AMD Athlon Buyer's Guide - Part 3: Video Cardsby Anand Lal Shimpi on November 11, 1999 10:01 PM EST
- Posted in
Be sure to read Part 1 and Part 2 of our Athlon Buyer's Guide and keep a lookout for Part 4 in the coming weeks
In the last two parts of our Athlon Buyers Guide, we talked about what motherboard to buy and your possible options for overclocking the Athlon, but, for the gamer, the most important question is which video card is the best for your new Athlon system. In an ideal world wed be able to simply recommend the fastest video card and be done with it. Unfortunately, oftentimes the fastest video card is also the most expensive, thus introducing a very realistic limitation to your decision.
In this guide we will be focusing on the major players in the video card market right now, NVIDIAs TNT2, TNT2 Ultra, and GeForce, 3dfxs Voodoo3 line, and Matroxs G400 and G400MAX.
Choosing a Video Card
For an Athlon system, choosing a video card should be no different than with any other system, right? It would be very unfair if, by purchasing an Athlon, you were suddenly limited to only a few choices for video cards.
From a compatibility perspective, all of the video cards are "compatible" with the Athlon platform and the AMD 750 chipset. There are no inherent problems in either that could possibly prevent one of the aforementioned video cards from being incompatible with the Athlon platform. This is very refreshing news because it is one of the things we were quite afraid of when we originally recommended the Athlon back in August. We were left with a very sour taste in our mouths after the initial Super7 video card incompatibility problems, but, luckily, the same does not hold true for the Athlon.
Unfortunately, there have been reports of problems with certain combinations of components and video cards resulting in random crashes, lockups, etc As far as the TNT2 goes, all of the currently available TNT2 cards work perfectly fine with the Athlon (including the now discontinued Hercules Dynamite TNT2 Ultra clocked at 175/200MHz) on all of the motherboards we have taken a look at thus far (those included in Part 1 of our Athlon Buyers Guide). So why is it that some users are experiencing random crashes and lockups with their TNT2 based Athlon systems?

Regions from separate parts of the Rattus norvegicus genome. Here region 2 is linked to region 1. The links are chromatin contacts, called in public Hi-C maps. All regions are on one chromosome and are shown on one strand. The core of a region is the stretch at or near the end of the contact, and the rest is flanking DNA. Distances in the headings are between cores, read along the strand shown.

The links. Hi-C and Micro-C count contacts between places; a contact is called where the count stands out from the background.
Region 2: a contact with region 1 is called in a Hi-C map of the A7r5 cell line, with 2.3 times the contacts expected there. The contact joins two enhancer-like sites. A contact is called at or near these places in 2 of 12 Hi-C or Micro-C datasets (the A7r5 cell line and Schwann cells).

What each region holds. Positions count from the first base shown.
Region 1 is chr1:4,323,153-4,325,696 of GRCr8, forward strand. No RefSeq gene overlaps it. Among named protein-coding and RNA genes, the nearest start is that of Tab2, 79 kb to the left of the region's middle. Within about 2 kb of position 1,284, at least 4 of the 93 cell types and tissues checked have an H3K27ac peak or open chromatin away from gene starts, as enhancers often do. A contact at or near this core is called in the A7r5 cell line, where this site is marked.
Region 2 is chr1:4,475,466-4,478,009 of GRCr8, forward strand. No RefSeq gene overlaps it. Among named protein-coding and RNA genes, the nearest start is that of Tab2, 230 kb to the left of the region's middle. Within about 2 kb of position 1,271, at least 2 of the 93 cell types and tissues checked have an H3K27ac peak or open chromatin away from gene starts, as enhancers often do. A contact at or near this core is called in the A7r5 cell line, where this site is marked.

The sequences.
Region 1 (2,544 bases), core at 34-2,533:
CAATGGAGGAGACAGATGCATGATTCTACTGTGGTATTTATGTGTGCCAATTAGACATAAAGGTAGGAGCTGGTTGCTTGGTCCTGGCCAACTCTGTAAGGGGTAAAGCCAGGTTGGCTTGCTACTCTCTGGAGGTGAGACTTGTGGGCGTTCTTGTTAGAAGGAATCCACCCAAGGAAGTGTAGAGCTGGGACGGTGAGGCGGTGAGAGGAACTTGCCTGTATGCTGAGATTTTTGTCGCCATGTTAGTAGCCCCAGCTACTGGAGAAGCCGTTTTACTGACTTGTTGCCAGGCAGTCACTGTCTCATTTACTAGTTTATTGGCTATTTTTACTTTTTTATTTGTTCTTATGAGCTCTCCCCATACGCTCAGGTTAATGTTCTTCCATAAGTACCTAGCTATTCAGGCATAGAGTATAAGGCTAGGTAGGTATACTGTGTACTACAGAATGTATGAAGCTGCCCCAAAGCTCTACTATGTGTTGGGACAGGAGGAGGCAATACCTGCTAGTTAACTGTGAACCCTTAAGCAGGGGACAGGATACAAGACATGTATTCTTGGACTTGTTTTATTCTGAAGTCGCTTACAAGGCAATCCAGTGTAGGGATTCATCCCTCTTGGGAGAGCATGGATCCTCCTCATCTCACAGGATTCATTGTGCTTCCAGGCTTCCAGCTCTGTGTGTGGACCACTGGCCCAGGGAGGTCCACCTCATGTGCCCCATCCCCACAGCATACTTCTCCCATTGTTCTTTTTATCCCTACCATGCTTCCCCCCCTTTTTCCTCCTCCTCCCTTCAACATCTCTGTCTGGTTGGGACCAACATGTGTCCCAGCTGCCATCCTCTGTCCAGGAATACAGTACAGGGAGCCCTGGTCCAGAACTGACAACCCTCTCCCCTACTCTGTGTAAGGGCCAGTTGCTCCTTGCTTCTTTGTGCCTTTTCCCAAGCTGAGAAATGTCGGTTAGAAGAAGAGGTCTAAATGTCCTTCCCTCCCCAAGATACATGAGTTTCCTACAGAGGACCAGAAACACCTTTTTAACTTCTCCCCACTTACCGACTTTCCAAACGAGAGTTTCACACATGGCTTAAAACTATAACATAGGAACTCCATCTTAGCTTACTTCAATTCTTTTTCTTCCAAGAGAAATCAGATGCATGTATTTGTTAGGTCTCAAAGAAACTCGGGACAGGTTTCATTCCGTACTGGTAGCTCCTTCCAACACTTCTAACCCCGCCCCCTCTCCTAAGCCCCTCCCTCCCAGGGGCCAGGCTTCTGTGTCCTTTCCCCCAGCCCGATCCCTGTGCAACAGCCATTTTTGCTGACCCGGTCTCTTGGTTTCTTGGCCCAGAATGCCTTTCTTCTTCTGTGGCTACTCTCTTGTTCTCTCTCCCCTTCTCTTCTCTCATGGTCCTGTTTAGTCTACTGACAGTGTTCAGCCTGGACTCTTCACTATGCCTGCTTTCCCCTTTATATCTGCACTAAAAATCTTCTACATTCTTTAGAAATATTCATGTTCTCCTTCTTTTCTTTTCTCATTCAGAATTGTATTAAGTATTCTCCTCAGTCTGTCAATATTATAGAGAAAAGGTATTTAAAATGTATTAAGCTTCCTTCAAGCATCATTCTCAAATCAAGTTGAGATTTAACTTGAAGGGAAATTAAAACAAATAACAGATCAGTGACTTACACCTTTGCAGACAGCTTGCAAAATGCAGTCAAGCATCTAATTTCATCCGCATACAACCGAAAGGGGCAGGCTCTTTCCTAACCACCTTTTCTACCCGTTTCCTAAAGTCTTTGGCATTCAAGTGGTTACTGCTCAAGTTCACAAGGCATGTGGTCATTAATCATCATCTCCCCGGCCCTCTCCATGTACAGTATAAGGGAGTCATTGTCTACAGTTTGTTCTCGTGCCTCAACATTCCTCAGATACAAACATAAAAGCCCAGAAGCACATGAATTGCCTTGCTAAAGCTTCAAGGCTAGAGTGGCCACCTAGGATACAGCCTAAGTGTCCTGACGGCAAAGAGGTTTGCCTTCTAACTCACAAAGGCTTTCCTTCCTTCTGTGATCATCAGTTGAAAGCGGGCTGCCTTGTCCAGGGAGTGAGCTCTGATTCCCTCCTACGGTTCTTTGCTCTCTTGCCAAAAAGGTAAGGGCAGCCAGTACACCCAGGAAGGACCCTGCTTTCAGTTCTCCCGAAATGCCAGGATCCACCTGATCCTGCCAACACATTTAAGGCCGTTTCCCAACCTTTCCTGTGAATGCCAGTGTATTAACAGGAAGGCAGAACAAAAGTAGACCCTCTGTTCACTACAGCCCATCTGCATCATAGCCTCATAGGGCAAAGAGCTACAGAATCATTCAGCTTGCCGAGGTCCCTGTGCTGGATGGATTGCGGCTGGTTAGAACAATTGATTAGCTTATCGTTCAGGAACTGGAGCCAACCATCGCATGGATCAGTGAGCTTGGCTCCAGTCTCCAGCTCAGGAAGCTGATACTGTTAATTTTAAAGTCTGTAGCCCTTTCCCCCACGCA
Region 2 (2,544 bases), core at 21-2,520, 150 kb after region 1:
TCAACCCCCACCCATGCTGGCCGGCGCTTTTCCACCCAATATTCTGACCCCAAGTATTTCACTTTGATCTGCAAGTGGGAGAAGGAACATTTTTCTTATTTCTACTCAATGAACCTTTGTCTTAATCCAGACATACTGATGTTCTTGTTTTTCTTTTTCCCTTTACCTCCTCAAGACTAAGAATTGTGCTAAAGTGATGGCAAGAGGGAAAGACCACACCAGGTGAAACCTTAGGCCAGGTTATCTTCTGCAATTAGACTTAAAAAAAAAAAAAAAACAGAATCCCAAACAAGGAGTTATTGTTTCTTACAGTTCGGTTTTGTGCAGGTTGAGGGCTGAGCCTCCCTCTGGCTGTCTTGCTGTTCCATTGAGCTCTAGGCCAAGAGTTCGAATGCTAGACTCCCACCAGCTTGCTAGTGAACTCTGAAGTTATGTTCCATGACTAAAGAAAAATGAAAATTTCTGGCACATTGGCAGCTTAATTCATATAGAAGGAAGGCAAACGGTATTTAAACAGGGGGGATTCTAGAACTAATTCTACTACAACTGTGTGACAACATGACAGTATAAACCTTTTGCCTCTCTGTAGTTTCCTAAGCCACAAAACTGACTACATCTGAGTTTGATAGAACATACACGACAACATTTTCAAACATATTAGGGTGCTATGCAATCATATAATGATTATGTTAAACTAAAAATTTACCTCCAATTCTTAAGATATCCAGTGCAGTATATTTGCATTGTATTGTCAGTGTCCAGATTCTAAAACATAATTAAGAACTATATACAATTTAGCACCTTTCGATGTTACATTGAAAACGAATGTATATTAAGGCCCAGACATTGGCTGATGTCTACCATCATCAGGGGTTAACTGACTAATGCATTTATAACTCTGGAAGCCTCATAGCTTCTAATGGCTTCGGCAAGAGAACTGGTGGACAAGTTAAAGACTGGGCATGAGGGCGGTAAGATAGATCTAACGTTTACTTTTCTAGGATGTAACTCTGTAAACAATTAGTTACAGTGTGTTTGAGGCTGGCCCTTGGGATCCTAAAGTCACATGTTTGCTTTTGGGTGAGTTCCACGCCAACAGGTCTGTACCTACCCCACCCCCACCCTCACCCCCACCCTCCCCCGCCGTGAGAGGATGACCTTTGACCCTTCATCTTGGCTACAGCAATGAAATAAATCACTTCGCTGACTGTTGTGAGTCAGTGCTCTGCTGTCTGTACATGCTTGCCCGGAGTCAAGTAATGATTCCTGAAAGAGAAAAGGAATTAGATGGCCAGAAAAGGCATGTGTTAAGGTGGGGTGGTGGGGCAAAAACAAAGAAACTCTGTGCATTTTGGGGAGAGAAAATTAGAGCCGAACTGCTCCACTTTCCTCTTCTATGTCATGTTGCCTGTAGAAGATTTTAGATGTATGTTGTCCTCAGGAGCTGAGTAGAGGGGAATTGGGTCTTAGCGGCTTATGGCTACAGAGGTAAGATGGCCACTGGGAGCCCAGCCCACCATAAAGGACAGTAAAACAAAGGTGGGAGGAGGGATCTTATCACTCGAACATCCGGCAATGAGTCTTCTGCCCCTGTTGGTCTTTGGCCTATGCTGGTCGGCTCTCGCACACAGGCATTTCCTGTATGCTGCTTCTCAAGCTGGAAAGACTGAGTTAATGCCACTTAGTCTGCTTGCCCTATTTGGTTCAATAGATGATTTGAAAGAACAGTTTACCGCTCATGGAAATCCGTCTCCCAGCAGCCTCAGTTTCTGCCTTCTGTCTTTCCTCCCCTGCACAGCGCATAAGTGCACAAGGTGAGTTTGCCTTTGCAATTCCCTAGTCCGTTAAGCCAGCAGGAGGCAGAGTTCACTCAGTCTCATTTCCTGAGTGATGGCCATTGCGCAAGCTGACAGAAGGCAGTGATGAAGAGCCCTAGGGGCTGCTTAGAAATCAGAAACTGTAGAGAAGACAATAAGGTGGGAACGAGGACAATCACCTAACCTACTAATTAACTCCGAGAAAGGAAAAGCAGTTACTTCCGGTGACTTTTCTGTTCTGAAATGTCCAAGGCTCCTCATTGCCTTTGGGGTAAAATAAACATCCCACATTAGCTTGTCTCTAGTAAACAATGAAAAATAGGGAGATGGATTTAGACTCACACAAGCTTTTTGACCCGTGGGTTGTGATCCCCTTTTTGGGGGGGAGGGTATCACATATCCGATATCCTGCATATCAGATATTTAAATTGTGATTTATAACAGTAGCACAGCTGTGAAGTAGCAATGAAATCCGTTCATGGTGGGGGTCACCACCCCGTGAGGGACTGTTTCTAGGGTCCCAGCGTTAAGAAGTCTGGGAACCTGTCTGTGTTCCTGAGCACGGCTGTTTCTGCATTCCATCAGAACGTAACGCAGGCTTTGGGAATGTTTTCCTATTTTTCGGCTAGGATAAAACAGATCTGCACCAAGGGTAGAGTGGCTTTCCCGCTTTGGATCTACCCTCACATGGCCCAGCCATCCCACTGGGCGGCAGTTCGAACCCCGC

Chances are that the culprit in this situation would be a power supply that is unable to deliver enough current to the system. But why would the power supply work perfectly fine in a Pentium III based system with the same video card? The fact of the matter is that the Athlon draws significantly more current than the fastest Pentium III, and thus its power supply requirements are much stricter than those of other systems. We will focus closely on power supplies in Part 4 of our Athlon Buyers Guide, but, for now, youre probably best off looking at AMDs Recommended Power Supplies page if you think this may be the problem.
How do you tell whether your lockups are related to your video card not receiving enough current? The easiest way to determine whether or not the AGP slot is receiving enough current for normal operation is to underclock the core frequency of the chip and see if that solves your stability problems. If it does, then the AGP slot is not receiving enough current to run the card at the higher core clock speed. For example, if you had a TNT2 Ultra clocked at 150/183MHz (core/mem frequency), you could underclock the core from 150MHz down to 125MHz and see if that solves your stability problems. If it does not, then the problem could lie elsewhere, possibly in a software/driver configuration problem or possible hardware failure/conflict.
This problem of under-delivering current seems to be most present with the TNT2 Ultra; however, we have seen cases where a G400MAX exhibited similar behavior in a system. The Voodoo3 seems to draw the least amount of current out of the cards we took a look at and had the least amount of problems with running reliably on systems with non-AMD recommended power supplies.
There have been recent discussions about problems with Athlon systems using the GeForce. We have been working on reproducing the problems in lab, but we were able to complete all of the GeForce tests without any problems on our test beds.
Post Your CommentPlease log in or sign up to comment.
View All Comments
care205 - Monday, May 26, 2014 - link
care205 - Monday, May 26, 2014 - link<a href="http://ggggggggg.us">wwwwwwwww</a>